Docker provides a powerful tool for creating lightweight images and
containerized processes, but did you know it can make your development
environment part of the DevOps pipeline too? Whether you’re managing
tens of thousands of servers in the cloud or are a software engineer looking
to incorporate Docker containers into the software development life
cycle, this article has a little something for everyone with a passion
for Linux and Docker.
In this article, I describe how Docker containers flow
through the DevOps pipeline. I also cover some advanced DevOps
concepts (borrowed from object-oriented programming) on how to use
dependency injection and encapsulation to improve the DevOps process.
And finally, I show how containerization can be useful for the
development and testing process itself, rather than just as a
place to serve up an application after it’s written.
Containers are hot in DevOps shops, and their benefits from an
operations and service delivery point of view have been covered well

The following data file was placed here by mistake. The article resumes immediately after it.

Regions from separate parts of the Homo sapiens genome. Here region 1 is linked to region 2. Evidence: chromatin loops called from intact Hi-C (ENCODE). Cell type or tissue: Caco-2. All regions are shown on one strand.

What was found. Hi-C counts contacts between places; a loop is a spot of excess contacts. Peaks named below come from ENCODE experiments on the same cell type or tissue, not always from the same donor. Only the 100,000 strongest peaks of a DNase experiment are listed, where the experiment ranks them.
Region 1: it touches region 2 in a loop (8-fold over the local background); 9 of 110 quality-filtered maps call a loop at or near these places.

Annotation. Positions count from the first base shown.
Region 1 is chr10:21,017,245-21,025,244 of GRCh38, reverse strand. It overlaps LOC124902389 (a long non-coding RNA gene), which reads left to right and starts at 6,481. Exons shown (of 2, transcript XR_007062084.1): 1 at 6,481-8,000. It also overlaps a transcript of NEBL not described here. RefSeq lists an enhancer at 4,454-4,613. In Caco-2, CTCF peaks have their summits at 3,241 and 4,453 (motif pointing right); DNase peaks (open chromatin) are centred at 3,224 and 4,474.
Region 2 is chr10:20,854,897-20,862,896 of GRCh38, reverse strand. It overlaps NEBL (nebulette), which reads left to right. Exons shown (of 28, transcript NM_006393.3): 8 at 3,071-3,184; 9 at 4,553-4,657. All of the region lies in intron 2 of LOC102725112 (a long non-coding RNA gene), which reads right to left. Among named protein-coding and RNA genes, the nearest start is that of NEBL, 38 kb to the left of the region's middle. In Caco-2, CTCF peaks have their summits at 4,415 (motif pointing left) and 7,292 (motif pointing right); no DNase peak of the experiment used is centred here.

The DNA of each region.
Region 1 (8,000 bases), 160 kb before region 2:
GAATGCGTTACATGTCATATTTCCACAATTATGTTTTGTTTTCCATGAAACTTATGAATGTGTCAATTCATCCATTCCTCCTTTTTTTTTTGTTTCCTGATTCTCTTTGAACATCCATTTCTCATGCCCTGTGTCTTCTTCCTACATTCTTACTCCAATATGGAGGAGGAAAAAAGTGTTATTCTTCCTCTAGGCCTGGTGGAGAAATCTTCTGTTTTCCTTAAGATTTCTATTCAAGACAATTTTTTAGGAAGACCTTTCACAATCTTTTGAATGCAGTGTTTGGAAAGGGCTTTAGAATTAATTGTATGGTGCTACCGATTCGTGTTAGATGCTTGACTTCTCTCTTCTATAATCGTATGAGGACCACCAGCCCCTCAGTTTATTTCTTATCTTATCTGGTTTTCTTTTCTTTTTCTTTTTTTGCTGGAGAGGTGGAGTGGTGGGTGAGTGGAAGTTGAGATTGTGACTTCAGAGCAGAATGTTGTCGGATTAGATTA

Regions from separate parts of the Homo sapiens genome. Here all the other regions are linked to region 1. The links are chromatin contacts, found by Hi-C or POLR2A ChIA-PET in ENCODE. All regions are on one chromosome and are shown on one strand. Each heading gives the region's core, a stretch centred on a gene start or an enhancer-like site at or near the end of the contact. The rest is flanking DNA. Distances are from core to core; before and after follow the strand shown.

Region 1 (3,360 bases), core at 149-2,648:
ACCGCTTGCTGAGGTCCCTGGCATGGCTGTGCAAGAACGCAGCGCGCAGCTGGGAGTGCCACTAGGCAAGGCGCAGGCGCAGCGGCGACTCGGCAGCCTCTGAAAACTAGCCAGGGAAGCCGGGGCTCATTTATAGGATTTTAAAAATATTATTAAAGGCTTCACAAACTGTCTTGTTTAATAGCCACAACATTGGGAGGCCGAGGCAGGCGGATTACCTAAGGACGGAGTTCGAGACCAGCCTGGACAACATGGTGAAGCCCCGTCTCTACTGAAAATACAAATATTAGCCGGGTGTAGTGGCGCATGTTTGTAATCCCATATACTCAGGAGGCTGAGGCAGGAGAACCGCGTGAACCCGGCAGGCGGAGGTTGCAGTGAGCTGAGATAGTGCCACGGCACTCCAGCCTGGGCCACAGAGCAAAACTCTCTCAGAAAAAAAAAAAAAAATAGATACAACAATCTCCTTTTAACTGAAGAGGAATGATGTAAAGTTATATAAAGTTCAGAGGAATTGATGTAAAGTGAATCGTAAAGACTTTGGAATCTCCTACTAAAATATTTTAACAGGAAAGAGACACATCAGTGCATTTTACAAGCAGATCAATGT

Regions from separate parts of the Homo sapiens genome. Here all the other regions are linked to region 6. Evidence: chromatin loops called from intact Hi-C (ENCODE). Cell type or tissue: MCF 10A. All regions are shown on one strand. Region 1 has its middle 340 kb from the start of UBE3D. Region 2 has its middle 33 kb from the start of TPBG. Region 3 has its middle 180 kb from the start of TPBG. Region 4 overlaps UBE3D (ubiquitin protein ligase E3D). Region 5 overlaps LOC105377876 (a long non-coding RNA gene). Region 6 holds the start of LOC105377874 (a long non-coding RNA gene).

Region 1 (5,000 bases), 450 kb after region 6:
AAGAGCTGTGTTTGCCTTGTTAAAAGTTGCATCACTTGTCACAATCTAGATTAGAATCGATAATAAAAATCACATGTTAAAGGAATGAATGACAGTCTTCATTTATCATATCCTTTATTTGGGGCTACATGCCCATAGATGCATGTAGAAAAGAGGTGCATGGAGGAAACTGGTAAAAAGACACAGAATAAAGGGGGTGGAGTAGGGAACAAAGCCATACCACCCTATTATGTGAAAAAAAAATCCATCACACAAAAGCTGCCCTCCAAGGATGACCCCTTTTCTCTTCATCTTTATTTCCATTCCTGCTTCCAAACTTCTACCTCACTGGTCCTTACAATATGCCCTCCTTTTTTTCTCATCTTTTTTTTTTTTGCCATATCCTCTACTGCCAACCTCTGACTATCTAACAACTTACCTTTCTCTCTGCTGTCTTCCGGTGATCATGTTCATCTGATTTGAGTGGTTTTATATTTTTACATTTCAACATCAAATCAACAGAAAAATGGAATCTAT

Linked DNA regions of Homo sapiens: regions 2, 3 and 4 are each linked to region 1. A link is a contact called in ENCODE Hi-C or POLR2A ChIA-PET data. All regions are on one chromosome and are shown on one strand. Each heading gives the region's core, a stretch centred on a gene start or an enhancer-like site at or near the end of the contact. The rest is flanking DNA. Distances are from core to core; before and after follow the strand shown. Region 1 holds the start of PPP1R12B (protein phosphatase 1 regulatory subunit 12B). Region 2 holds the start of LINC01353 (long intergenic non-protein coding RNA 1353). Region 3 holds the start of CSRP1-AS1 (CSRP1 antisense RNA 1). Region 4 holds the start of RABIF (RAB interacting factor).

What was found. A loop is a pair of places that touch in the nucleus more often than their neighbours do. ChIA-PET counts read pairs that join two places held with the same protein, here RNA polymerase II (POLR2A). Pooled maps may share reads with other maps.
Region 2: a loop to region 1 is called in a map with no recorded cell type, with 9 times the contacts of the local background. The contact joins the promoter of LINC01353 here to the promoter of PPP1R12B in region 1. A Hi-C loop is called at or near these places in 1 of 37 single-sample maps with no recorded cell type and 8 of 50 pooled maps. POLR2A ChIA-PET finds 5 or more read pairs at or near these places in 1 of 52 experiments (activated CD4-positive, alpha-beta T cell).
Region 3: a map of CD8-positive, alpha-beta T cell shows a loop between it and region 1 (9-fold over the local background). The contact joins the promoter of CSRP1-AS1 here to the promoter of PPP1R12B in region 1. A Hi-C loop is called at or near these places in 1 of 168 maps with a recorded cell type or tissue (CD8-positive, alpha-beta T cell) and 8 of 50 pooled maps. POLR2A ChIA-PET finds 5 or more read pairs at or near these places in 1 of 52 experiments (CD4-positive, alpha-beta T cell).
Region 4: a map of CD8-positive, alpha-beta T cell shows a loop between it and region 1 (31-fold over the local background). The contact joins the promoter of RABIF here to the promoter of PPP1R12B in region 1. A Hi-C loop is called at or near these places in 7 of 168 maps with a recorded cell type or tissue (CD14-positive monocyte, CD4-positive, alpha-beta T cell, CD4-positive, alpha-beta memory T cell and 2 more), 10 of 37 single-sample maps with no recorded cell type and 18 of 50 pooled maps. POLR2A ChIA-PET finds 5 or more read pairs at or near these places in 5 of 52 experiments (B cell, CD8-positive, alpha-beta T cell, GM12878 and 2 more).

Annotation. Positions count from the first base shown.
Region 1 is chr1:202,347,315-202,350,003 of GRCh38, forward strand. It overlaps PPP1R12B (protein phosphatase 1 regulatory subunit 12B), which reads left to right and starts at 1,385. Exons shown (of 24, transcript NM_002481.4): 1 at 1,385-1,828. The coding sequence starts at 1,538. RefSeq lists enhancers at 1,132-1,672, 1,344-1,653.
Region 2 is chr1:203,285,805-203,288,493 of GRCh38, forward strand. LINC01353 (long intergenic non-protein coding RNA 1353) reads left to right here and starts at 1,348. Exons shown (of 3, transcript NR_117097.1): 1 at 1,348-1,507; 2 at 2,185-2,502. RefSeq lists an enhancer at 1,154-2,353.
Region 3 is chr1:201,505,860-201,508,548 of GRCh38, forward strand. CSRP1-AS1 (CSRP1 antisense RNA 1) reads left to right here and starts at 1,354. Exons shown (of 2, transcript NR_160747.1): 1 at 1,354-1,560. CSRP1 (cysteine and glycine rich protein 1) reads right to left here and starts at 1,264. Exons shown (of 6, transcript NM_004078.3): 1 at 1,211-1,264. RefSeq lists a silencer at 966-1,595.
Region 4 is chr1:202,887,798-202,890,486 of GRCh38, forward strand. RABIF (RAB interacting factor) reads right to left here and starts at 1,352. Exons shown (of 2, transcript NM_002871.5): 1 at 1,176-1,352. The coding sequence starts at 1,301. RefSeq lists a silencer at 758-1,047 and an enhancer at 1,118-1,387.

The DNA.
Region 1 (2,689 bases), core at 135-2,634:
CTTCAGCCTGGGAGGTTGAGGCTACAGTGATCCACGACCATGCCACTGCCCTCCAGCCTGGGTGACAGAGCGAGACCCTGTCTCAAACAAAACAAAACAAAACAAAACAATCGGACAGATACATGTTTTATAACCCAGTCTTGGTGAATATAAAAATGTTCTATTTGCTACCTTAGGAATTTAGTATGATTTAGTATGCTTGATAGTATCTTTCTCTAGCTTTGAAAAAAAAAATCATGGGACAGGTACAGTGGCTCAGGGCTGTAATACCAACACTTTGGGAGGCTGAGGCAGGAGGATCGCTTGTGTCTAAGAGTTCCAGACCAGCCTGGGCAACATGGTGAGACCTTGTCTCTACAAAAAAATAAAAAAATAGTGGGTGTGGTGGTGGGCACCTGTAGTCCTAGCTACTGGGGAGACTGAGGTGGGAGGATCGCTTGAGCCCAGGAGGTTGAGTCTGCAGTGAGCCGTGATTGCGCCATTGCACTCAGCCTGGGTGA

elsewhere. If you want to build a Docker container or deploy a Docker
host, container or swarm, a lot of information is available.
However, very few articles talk about how to develop inside the Docker
containers that will be reused later in the DevOps pipeline, so that’s what
I focus on here.
Stages a Docker Container Moves Through in a Typical DevOps
Container-Based Development Workflows
Two common workflows exist for developing software for use inside Docker
Injecting development tools into an existing Docker container:
this is the best option for sharing a consistent development environment
with the same toolchain among multiple developers, and it can be used in
conjunction with web-based development environments, such as Red Hat’s
codenvy.com or dockerized IDEs like Eclipse Che.
Bind-mounting a host directory onto the Docker container and using your
existing development tools on the host:
this is the simplest option, and it offers flexibility for developers
to work with their own set of locally installed development tools.
Both workflows have advantages, but local mounting is inherently simpler. For
that reason, I focus on the mounting solution as “the simplest
thing that could possibly work” here.
How Docker Containers Move between Environments
A core tenet of DevOps is that the source code and runtimes that will be used
in production are the same as those used in development. In other words, the
most effective pipeline is one where the identical Docker image can be reused
for each stage of the pipeline.
Figure 2. Idealized Docker-Based DevOps Pipeline
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